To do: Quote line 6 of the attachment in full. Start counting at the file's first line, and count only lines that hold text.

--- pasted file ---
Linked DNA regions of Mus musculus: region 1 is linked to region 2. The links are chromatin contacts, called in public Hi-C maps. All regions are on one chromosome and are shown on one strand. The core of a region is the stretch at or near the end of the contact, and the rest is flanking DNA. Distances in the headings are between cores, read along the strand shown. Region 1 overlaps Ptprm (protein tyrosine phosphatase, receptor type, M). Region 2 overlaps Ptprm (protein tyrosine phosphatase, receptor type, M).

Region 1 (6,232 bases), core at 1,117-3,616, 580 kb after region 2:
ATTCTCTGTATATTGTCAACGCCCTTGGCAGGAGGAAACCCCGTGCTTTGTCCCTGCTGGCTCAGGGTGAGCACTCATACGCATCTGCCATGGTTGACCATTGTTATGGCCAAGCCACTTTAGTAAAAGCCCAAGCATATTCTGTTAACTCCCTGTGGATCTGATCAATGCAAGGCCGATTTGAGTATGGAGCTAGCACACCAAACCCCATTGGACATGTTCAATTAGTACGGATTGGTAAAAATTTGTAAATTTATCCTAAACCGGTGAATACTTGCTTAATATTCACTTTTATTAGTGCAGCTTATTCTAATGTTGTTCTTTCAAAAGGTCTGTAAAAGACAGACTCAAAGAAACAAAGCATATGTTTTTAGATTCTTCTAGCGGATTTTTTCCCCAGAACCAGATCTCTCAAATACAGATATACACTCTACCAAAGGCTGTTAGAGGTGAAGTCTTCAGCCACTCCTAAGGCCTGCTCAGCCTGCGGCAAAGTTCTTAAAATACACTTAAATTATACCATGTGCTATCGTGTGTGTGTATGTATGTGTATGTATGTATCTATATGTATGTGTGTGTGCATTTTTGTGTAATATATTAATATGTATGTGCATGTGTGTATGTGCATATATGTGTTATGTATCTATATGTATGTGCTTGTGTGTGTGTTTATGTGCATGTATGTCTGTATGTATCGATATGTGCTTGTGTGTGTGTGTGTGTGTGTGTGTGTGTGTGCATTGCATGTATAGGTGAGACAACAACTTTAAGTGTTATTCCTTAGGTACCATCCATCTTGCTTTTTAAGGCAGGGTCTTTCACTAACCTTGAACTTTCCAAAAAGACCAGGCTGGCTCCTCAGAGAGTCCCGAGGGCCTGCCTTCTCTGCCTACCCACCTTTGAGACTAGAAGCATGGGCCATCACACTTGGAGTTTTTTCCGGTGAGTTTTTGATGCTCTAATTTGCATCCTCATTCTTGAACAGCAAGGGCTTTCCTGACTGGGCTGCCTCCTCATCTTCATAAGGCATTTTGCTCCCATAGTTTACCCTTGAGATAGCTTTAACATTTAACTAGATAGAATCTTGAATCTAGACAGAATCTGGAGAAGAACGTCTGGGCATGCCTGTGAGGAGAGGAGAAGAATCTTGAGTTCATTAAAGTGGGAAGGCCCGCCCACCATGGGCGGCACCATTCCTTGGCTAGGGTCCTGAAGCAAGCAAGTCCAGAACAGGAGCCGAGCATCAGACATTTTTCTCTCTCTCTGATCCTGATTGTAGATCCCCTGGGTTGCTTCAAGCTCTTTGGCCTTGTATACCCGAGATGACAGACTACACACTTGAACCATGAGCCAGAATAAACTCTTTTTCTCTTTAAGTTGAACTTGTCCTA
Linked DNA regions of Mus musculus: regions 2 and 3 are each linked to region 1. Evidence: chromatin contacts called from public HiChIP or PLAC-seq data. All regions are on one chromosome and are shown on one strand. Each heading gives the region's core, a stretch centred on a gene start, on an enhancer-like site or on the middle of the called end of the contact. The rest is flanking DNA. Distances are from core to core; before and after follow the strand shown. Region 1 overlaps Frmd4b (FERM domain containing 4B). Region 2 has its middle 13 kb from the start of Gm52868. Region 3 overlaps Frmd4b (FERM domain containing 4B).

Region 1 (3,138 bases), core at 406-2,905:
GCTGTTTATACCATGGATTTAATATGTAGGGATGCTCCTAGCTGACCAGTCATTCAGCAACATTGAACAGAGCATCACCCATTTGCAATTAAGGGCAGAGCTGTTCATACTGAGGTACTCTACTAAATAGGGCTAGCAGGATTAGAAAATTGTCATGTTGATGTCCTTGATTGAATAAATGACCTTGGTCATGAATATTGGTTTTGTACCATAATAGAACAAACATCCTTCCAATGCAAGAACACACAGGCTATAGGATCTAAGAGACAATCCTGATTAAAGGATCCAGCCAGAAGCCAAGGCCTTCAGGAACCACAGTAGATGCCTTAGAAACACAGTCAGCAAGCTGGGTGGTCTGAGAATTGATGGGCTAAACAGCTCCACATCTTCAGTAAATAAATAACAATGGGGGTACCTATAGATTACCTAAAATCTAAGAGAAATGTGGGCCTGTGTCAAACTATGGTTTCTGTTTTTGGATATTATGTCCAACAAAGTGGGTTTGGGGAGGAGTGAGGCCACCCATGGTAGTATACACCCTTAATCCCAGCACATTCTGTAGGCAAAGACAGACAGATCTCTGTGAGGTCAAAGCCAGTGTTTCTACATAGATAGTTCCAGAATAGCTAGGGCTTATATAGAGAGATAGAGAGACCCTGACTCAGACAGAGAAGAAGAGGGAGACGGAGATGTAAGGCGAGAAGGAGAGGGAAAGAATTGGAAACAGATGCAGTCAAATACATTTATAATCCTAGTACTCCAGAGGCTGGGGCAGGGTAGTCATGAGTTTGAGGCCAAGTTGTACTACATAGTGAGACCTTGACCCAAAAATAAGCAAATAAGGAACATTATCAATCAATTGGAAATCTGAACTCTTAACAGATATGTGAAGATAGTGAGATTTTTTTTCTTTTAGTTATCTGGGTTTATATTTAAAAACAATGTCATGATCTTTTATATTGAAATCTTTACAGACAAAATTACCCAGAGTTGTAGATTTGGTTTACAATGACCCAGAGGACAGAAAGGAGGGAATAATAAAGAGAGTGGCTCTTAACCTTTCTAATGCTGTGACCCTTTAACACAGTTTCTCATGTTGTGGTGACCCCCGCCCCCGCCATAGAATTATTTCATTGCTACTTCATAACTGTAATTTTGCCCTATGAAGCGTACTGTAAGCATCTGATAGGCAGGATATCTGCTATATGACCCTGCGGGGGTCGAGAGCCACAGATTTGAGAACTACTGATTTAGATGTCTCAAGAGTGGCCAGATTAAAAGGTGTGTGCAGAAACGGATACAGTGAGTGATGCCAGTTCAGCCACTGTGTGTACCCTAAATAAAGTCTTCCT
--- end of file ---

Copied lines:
GCTGTTTATACCATGGATTTAATATGTAGGGATGCTCCTAGCTGACCAGTCATTCAGCAACATTGAACAGAGCATCACCCATTTGCAATTAAGGGCAGAGCTGTTCATACTGAGGTACTCTACTAAATAGGGCTAGCAGGATTAGAAAATTGTCATGTTGATGTCCTTGATTGAATAAATGACCTTGGTCATGAATATTGGTTTTGTACCATAATAGAACAAACATCCTTCCAATGCAAGAACACACAGGCTATAGGATCTAAGAGACAATCCTGATTAAAGGATCCAGCCAGAAGCCAAGGCCTTCAGGAACCACAGTAGATGCCTTAGAAACACAGTCAGCAAGCTGGGTGGTCTGAGAATTGATGGGCTAAACAGCTCCACATCTTCAGTAAATAAATAACAATGGGGGTACCTATAGATTACCTAAAATCTAAGAGAAATGTGGGCCTGTGTCAAACTATGGTTTCTGTTTTTGGATATTATGTCCAACAAAGTGGGTTTGGGGAGGAGTGAGGCCACCCATGGTAGTATACACCCTTAATCCCAGCACATTCTGTAGGCAAAGACAGACAGATCTCTGTGAGGTCAAAGCCAGTGTTTCTACATAGATAGTTCCAGAATAGCTAGGGCTTATATAGAGAGATAGAGAGACCCTGACTCAGACAGAGAAGAAGAGGGAGACGGAGATGTAAGGCGAGAAGGAGAGGGAAAGAATTGGAAACAGATGCAGTCAAATACATTTATAATCCTAGTACTCCAGAGGCTGGGGCAGGGTAGTCATGAGTTTGAGGCCAAGTTGTACTACATAGTGAGACCTTGACCCAAAAATAAGCAAATAAGGAACATTATCAATCAATTGGAAATCTGAACTCTTAACAGATATGTGAAGATAGTGAGATTTTTTTTCTTTTAGTTATCTGGGTTTATATTTAAAAACAATGTCATGATCTTTTATATTGAAATCTTTACAGACAAAATTACCCAGAGTTGTAGATTTGGTTTACAATGACCCAGAGGACAGAAAGGAGGGAATAATAAAGAGAGTGGCTCTTAACCTTTCTAATGCTGTGACCCTTTAACACAGTTTCTCATGTTGTGGTGACCCCCGCCCCCGCCATAGAATTATTTCATTGCTACTTCATAACTGTAATTTTGCCCTATGAAGCGTACTGTAAGCATCTGATAGGCAGGATATCTGCTATATGACCCTGCGGGGGTCGAGAGCCACAGATTTGAGAACTACTGATTTAGATGTCTCAAGAGTGGCCAGATTAAAAGGTGTGTGCAGAAACGGATACAGTGAGTGATGCCAGTTCAGCCACTGTGTGTACCCTAAATAAAGTCTTCCT